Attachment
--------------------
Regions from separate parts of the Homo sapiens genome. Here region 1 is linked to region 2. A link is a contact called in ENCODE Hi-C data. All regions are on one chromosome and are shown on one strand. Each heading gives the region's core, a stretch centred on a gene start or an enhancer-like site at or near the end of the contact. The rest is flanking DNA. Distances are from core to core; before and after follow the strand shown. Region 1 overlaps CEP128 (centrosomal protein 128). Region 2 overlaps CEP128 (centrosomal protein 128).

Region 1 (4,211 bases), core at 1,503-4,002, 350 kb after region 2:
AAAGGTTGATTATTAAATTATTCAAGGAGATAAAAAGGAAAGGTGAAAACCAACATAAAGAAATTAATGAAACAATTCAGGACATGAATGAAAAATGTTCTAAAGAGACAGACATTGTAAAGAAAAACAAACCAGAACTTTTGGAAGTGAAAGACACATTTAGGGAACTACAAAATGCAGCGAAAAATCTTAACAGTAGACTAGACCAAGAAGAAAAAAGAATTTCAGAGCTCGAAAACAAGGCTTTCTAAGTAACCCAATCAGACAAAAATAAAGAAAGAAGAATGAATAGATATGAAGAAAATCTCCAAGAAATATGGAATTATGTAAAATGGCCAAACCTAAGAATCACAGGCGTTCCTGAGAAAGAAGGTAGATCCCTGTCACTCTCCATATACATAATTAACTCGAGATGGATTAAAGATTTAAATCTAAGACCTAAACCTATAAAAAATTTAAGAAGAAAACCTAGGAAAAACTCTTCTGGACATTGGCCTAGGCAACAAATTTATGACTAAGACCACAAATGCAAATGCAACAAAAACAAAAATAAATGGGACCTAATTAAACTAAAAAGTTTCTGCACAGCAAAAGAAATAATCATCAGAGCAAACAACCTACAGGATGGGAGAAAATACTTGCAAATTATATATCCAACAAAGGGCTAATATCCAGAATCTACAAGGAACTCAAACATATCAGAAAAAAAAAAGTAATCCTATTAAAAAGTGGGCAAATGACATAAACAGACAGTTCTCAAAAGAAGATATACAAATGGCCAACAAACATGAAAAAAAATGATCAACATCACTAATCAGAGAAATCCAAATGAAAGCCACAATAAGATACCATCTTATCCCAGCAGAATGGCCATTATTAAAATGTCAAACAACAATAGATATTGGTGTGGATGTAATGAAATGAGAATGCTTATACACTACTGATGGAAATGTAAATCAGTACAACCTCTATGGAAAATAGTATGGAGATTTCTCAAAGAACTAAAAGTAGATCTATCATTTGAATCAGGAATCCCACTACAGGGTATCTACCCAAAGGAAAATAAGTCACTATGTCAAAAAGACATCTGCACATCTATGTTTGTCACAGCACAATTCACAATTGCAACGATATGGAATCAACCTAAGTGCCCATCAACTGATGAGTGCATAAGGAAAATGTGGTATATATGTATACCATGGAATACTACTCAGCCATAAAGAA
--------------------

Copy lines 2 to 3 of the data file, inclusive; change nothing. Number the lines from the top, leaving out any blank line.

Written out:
Region 1 (4,211 bases), core at 1,503-4,002, 350 kb after region 2:
AAAGGTTGATTATTAAATTATTCAAGGAGATAAAAAGGAAAGGTGAAAACCAACATAAAGAAATTAATGAAACAATTCAGGACATGAATGAAAAATGTTCTAAAGAGACAGACATTGTAAAGAAAAACAAACCAGAACTTTTGGAAGTGAAAGACACATTTAGGGAACTACAAAATGCAGCGAAAAATCTTAACAGTAGACTAGACCAAGAAGAAAAAAGAATTTCAGAGCTCGAAAACAAGGCTTTCTAAGTAACCCAATCAGACAAAAATAAAGAAAGAAGAATGAATAGATATGAAGAAAATCTCCAAGAAATATGGAATTATGTAAAATGGCCAAACCTAAGAATCACAGGCGTTCCTGAGAAAGAAGGTAGATCCCTGTCACTCTCCATATACATAATTAACTCGAGATGGATTAAAGATTTAAATCTAAGACCTAAACCTATAAAAAATTTAAGAAGAAAACCTAGGAAAAACTCTTCTGGACATTGGCCTAGGCAACAAATTTATGACTAAGACCACAAATGCAAATGCAACAAAAACAAAAATAAATGGGACCTAATTAAACTAAAAAGTTTCTGCACAGCAAAAGAAATAATCATCAGAGCAAACAACCTACAGGATGGGAGAAAATACTTGCAAATTATATATCCAACAAAGGGCTAATATCCAGAATCTACAAGGAACTCAAACATATCAGAAAAAAAAAAGTAATCCTATTAAAAAGTGGGCAAATGACATAAACAGACAGTTCTCAAAAGAAGATATACAAATGGCCAACAAACATGAAAAAAAATGATCAACATCACTAATCAGAGAAATCCAAATGAAAGCCACAATAAGATACCATCTTATCCCAGCAGAATGGCCATTATTAAAATGTCAAACAACAATAGATATTGGTGTGGATGTAATGAAATGAGAATGCTTATACACTACTGATGGAAATGTAAATCAGTACAACCTCTATGGAAAATAGTATGGAGATTTCTCAAAGAACTAAAAGTAGATCTATCATTTGAATCAGGAATCCCACTACAGGGTATCTACCCAAAGGAAAATAAGTCACTATGTCAAAAAGACATCTGCACATCTATGTTTGTCACAGCACAATTCACAATTGCAACGATATGGAATCAACCTAAGTGCCCATCAACTGATGAGTGCATAAGGAAAATGTGGTATATATGTATACCATGGAATACTACTCAGCCATAAAGAA